rv6ejguy

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The EMI/RFI environment on an aircraft with high voltage ignition can be very challenging for digital devices trusted to keep the engine running. This involves a lot more than diodes and resistors. If the micro crashes, the airplane may end up following shortly after...

This has happened when people used non-tested hardware and software on aircraft.

The lesson is to test, test, test in the worst environment you can simulate on the ground. VHF antenna on top of the board while transmitting, Ditto transponder, running spark plug wires on top of the board, load dumps, voltage spikes, OV, vibration, cold, hot, thermal imaging etc.
 
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Tiger Tim

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Or mount it on a boat or a ice runner.
That thought crossed my mind too. Mount the test engine on an airboat (that way you get prop drive testing done too) and run the hell out of it, preferably for thousands of hours in all conditions. Of course then it's basically become a job that the tester will never be paid for.
 

Hot Wings

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That thought crossed my mind too. Mount the test engine on an airboat (that way you get prop drive testing done too) and run the hell out of it,
Good start but there will be situations that need to be tested that a fair weather boat won't duplicate. We need someone up north to test on a snow plane too.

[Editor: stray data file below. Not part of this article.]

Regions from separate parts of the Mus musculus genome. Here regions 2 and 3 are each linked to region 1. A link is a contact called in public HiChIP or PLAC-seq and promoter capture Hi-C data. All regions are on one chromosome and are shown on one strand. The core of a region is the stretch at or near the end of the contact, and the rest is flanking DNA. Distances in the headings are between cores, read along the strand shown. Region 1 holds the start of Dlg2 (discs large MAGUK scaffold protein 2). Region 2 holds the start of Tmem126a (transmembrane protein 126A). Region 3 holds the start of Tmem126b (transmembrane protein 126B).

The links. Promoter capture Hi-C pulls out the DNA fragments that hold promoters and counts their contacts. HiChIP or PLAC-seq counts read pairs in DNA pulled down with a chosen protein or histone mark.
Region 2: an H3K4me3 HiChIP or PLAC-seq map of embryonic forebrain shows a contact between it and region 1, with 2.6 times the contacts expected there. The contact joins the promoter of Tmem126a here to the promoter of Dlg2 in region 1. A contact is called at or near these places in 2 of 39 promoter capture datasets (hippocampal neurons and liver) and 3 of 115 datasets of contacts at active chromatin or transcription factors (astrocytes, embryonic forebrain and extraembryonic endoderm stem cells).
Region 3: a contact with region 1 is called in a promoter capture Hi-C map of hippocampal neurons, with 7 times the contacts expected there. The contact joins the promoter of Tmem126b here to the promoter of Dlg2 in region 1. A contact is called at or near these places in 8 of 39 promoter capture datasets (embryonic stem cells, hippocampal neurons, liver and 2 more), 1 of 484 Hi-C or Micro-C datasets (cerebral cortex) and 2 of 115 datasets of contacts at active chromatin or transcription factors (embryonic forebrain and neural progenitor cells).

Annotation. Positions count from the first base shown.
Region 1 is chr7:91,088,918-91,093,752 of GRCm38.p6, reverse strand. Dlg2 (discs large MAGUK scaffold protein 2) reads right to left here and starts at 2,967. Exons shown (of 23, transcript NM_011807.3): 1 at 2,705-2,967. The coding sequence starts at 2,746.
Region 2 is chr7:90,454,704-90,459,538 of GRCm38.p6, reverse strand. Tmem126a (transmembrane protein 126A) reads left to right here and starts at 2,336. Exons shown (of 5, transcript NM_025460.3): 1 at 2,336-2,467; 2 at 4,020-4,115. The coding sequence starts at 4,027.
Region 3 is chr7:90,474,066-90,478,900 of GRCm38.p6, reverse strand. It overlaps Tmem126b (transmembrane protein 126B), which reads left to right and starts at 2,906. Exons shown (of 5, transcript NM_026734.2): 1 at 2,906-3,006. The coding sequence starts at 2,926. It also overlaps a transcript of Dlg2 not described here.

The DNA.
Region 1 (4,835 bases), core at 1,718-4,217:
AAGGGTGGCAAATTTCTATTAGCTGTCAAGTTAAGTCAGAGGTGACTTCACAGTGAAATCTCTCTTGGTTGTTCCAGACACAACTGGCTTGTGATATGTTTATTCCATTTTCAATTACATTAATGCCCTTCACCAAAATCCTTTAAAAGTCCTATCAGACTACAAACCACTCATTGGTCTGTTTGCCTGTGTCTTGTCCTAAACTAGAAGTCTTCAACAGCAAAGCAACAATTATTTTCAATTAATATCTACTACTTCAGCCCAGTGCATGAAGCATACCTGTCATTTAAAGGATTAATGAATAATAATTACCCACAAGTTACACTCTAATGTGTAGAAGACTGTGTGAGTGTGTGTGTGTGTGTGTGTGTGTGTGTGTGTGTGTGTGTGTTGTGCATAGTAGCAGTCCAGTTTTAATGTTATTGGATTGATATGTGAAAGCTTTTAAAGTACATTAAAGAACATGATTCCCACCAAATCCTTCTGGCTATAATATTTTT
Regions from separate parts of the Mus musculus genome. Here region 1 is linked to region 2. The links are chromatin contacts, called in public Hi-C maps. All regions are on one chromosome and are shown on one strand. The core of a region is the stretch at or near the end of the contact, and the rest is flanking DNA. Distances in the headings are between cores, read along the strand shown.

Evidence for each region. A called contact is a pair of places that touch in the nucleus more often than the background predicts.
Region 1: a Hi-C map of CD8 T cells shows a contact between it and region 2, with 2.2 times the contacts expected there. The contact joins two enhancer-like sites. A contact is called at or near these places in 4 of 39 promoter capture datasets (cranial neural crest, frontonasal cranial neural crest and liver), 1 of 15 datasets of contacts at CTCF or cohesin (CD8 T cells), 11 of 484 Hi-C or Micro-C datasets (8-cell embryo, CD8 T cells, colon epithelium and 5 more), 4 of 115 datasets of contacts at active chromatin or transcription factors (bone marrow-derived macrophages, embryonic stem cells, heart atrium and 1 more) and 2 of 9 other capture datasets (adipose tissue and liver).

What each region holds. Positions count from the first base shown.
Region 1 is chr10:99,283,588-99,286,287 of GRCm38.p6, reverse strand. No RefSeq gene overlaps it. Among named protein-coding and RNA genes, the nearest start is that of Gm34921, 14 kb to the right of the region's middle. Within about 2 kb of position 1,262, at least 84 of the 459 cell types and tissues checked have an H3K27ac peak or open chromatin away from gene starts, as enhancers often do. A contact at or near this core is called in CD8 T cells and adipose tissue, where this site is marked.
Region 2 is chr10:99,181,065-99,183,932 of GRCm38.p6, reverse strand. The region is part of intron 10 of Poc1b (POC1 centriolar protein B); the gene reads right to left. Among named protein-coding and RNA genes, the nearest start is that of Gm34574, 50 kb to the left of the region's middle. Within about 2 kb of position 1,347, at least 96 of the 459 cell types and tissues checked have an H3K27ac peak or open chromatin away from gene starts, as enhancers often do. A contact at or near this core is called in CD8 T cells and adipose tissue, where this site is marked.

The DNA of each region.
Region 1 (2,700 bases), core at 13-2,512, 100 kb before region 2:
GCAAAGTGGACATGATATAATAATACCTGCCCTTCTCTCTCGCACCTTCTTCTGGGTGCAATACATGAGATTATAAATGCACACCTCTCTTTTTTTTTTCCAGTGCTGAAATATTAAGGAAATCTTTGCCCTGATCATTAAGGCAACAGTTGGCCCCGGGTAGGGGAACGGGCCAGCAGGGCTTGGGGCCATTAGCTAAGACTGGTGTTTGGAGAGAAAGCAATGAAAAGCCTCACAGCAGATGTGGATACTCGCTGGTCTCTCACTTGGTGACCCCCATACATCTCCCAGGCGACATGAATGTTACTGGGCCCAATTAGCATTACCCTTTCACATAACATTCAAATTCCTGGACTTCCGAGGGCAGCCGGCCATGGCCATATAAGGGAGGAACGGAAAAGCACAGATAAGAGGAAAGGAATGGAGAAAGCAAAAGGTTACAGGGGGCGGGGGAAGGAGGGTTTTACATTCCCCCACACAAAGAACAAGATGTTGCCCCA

Setting up a test cell might actually be cheaper? With a cell the temperature humidity and vibration can all be simulated. Add simulated EMF, and hope it doesn't annoy the neighbors. :roll:

[video=youtube;epSUCzLf50k]https://www.youtube.com/watch?v=epSUCzLf50k[/video]
 
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jbiplane

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So a multi-engine test bed, a couple of known engines and the big "experiment". Or mount it on a boat or a ice runner. Yep or a blimp.
All 3 variants of speeduino boards if use "industry grade", not military grade components are stable as hell. When we test unshielded ignition at 18000rpm 2 enginering workstation Lenovo and one portable in radii 2 meters hang up, but not speeduino board. You can install 2 undepended ECU and 2 sets of all sensors and components with simple relay schematics...

We tested ECUs at -50 and +40 C in thermo baro chambers and on 3-axial vibration stand.
The weakest thingies are Hall sensors (compare any inductive) connectors and wires.
 

jedi

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Copied from another thread. (Fun Engine Developement Tool)

Speaking of EFI and EEM systems, in doing roadable aircraft experiments with vehicles similar to those mentioned above I found that aircraft systems are vastly inferior to automotive systems. I tried to use a WSC trike carriage on the streets and was unable to drive it out of the driveway with the existing carbureted fuel system. I would not install an O2 sensor in an aircraft system. Preserve the 100LL option and add a JP4 option if possible. The primary requirement is that it run reliably. A manual lean at cruise similar to a typical mixture lean knob but done electronically would be sufficient.

A fellow engineer converted his Chrysler slant 6 Valient to run on diesel while his daughter was in college on the other side of the state. Got on the freeway and switched from gas to Diesel till he arrived at the destination. Two carbs, one for gas and another for Diesel/heating oil. Heater worked great. Car ran fine too.